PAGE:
* UNICEF and the European Union are partnering to rehabilitate schools in the Syrian Arab Republic
* 시간: 02 min 30 secs
* 촬영도시: Damascus
* 촬영국가: Syria
* 촬영일자: 30 May 2010
This is the reaction of students in the poorer Syrian districts when presented with planned Ministry of Education, UNICEF and EU improvements for their schools.
Schools in those struggling areas of Syria with large numbers of Iraqi refugees -- a refugee community that doesn't seem to be shrinking on account of the continuing situation in Iraq -- uncertainty that has heightened economic burdens and social pressures here in Syria.
Problems that are largely mirrored by the local school.
Seeking to understand how best to buoy student education rights in light of these pressures, UNICEF are asking those closest to the issues that matter what their schools really require.
A process of specially tailored education assessments designed to harness input from teachers, pupils and parents.
And when it comes to what the local school needs -- everyone's got thoughts.
SOUNDBITE (Arabic): Nareen Al Qaaq (Student)
"I've been in the school since grade one until now, but I swear that I didn't use the bathroom but twice. In other words, the bathrooms are so disgusting."
The universal message from schools across Syria is that the education system is in need of a little extra help.
And this is what UNICEF and the European Union have teamed up to offer - supplying lists of earmarked commodities and infrastructural care.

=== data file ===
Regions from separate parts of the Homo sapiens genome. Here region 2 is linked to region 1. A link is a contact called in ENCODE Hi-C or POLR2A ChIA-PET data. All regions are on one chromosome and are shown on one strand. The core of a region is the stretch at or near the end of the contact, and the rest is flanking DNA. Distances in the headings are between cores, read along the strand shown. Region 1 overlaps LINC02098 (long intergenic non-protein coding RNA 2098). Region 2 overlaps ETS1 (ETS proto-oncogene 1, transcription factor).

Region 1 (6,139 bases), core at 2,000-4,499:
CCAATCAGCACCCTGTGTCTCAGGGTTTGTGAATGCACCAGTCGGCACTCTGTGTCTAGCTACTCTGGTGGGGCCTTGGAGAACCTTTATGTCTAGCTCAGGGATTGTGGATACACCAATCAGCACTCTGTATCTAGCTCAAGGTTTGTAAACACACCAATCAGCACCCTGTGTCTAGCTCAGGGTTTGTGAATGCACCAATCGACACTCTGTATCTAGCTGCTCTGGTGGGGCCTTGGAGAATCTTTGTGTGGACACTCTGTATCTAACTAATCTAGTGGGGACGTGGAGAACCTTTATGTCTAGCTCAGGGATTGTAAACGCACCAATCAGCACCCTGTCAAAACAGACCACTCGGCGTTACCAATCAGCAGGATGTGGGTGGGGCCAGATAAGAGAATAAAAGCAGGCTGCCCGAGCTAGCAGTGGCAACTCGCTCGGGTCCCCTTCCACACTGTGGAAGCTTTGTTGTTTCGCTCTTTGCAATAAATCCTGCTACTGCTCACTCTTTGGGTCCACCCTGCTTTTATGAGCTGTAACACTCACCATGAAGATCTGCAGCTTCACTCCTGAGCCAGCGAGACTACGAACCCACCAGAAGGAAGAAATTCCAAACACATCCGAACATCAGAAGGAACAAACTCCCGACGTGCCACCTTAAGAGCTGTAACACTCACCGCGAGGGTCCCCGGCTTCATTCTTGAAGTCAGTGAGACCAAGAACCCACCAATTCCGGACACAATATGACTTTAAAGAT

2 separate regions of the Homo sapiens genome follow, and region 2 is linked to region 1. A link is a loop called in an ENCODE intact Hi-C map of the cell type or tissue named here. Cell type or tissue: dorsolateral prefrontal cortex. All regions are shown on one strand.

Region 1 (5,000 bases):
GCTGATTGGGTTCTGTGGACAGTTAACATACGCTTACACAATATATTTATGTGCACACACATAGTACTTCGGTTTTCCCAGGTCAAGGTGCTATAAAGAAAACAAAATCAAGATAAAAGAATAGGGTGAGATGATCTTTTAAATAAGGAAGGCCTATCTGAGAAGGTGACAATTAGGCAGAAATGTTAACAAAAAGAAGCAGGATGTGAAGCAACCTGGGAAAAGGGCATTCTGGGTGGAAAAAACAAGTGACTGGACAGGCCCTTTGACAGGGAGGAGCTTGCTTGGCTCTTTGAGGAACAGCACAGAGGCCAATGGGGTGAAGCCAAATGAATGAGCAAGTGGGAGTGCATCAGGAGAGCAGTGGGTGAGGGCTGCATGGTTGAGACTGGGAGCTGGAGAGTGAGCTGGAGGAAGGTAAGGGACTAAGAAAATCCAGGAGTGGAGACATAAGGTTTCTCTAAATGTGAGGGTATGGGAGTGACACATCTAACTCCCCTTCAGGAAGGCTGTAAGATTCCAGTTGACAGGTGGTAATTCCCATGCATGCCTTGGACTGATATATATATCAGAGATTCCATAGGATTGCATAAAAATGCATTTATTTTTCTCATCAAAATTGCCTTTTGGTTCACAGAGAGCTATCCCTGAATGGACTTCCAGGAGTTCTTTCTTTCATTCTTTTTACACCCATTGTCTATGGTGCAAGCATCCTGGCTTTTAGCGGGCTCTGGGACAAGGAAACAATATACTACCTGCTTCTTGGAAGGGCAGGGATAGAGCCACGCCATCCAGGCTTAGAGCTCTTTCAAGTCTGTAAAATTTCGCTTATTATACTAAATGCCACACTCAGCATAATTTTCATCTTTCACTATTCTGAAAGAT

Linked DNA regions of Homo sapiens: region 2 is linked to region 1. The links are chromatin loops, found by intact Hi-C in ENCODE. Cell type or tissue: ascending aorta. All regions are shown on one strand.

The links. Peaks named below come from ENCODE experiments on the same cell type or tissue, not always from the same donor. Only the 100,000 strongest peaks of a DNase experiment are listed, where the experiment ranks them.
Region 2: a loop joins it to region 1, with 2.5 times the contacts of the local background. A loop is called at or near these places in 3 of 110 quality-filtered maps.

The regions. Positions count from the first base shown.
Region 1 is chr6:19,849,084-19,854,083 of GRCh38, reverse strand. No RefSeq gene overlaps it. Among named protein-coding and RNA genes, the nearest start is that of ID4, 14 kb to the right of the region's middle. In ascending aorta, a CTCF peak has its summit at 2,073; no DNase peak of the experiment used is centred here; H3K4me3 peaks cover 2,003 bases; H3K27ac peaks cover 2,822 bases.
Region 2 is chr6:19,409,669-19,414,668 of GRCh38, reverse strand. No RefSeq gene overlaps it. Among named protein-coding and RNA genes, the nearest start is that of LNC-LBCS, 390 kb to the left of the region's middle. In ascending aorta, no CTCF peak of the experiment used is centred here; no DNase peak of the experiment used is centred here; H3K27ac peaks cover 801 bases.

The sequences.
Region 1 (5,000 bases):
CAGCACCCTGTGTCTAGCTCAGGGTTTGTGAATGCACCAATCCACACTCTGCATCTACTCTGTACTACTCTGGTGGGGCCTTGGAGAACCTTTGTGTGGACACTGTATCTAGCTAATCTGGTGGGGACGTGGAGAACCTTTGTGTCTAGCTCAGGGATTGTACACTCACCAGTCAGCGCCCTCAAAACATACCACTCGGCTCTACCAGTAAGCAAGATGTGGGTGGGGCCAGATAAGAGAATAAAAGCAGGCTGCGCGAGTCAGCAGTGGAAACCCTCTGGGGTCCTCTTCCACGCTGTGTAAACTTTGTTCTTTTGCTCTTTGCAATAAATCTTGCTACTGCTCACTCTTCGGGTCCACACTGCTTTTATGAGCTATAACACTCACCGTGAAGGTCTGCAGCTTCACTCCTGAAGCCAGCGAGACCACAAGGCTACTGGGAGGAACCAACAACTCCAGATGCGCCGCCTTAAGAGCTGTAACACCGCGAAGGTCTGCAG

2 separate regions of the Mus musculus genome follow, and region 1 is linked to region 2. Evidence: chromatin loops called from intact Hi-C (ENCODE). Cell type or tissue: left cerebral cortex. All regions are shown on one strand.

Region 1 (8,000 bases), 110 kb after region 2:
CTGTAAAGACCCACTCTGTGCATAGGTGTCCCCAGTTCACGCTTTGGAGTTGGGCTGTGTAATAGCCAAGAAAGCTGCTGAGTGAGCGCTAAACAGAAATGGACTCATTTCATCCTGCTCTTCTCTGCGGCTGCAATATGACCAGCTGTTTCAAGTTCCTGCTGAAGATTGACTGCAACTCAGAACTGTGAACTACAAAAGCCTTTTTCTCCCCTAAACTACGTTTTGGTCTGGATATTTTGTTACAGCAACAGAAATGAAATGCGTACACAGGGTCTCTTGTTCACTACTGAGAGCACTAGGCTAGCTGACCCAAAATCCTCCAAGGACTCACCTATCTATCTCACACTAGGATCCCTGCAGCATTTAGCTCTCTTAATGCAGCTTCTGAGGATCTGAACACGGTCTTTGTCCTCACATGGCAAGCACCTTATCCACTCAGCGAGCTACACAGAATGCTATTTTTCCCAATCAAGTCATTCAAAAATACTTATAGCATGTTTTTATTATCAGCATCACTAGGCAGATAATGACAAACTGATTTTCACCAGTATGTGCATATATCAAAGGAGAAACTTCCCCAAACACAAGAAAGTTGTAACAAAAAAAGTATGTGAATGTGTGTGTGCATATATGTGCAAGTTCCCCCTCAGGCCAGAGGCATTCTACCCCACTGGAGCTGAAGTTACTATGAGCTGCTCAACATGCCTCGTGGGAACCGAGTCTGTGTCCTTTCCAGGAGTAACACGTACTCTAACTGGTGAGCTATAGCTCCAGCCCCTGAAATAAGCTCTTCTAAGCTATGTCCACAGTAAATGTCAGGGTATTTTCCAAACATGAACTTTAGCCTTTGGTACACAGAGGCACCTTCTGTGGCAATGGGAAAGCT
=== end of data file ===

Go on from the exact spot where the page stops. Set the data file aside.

Assessments designed to ensure schools get the most essential rehabilitation and supplies. Something teachers, in particular, are aware of.
SOUNDBITE: (Arabic) Samira Abu Salmaan, Teacher:
"I'd like to point out that the step over here is not only dangerous for me, it's only dangerous for the students and they mostly fall when they go out. I also remember once that I broke my heel and I fell on my back because of this."
The participation of staff, teachers, parents and, of course, students has ensured that UNICEF and the European Union remains relevant in their support for an education system under pressure.
Resulting in a support programme that is learning as it progresses. Discovering how to best work with and for the Syrian education system and its students -- be they from Iraq, Syria or elsewhere.
Community members making all important education decisions over those equally important cups of Syrian tea.